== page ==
Despite various significant events in the past few weeks, crises in both South Sudan and Central African Republic continue to fester. Both countries have continued to experience significant violence, even just this week, in spite of moves meant to promote peace and stability.
In South Sudan, rebels accused the government of violating a ceasefire signed in January by attacking their positions near Malakal in Upper Nile state. This is not the first time the rebels have accused the government of breaching the agreement, which is less than two weeks old. International monitors are supposed to be monitoring the ceasefire agreement on the ground. The allegations did come the day after Riek Machar, the defacto leader of the opposition to the government, formally announced the formation of a united resistance movement to bring various rebel factions together.
The ceasefire, brokered by the Intergovernmental Authority on Development (IGAD) in Ethiopia’s capital Addis Ababa, was intended to be the beginning to additional negotiations on ending the crisis that has displaced hundreds of thousands and killed an untold number. The UN has experienced significant difficulties in assessing the conflict and distributing aid in many areas, including Malakal. The allegations of ceasefire violations along with the intention of the South Sudanese government to pursue treason charges against seven individuals, have raised doubts about the viabaility of further negotiations. Among those charged with Treason are both Riek Machar and Taban Deng, who signed the IGAD-backed ceasefire on behalf of the rebels.
In Central African Republic, inter-communal violence also continues to rage, despite the recent appointment of a new president, who has vowed to work for peace and reconciliation, and a significant international peacekeeping presence. The United States has also threatened the possibility of sanctions against any who would prevent efforts to end the crisis there. As in South Sudan, the conflict has displaced a significant number of people, but it has been difficult to assess the true extent of the conflict or how many people have died as a result.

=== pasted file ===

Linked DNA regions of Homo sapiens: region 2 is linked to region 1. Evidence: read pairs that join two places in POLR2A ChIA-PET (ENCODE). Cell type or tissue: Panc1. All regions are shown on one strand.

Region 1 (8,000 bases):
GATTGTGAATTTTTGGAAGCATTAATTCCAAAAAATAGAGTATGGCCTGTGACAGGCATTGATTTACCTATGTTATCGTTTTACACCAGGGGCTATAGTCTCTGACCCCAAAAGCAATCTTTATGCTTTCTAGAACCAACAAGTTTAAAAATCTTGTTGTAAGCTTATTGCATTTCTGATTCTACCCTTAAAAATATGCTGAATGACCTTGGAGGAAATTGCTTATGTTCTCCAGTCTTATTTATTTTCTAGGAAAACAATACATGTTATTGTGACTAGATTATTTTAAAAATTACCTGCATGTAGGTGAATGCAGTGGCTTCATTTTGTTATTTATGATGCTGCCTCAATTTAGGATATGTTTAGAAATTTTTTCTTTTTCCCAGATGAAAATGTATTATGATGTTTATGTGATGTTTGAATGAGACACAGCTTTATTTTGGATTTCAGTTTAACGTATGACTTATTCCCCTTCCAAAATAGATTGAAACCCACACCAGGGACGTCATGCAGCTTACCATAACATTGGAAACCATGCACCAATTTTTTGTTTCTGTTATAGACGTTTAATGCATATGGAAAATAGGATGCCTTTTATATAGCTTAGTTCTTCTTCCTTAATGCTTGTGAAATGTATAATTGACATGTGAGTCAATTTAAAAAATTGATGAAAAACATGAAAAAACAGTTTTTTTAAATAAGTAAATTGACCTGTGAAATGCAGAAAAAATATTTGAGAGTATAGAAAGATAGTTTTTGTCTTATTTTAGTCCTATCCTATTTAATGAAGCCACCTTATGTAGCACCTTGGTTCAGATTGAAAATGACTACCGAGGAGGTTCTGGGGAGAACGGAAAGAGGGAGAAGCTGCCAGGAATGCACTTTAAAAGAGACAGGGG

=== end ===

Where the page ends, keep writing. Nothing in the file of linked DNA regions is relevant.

This week saw significant acts of violence in the capital Bangui, with soldiers reportedly participating in the lynching of a Muslim man by nominally Christian so-called anti-balaka militiamen. Today it was reported that another act of mob violence had claimed the life another Muslim man as he and other Muslim residents attempted to flee the capital. Newly appointed interim President Catherine Samba-Panza has repeatedly called for a stop to such acts of sectarian violence, but may have limited tools with which to stem it. The International Criminal Court announced today that in response to the growing evidence of both crimes against humanity and war crimes that it would be opening a preliminary examination in CAR.
CAR has a significant international peacekeeping presence as well, and UN and the African Union have sought to expand it further. However, peacekeepers have been criticized by the locals and others of being biased toward ex-Seleka fighters. Prior to the resignation of the previous interim President and former Seleka rebel leader Michel Djotodia, anti-balaka militia had also expressed their displeasure with the fact that international forces had not actively worked to oust him from power. Most recently, Human Rights Watch reported that researchers in CAR had seen Chadian peacekeapers escorting ex-Seleka rebel leaders from the capital, and expressed concerns that this might indicate collusion between the two entities. This had previously been reported with the even more worrisome detail that the fighters evacuated had subsequently gone missing. Regardless of their true intentions and affiliations, peacekeepers have had a difficult time in CAR quelling the violence.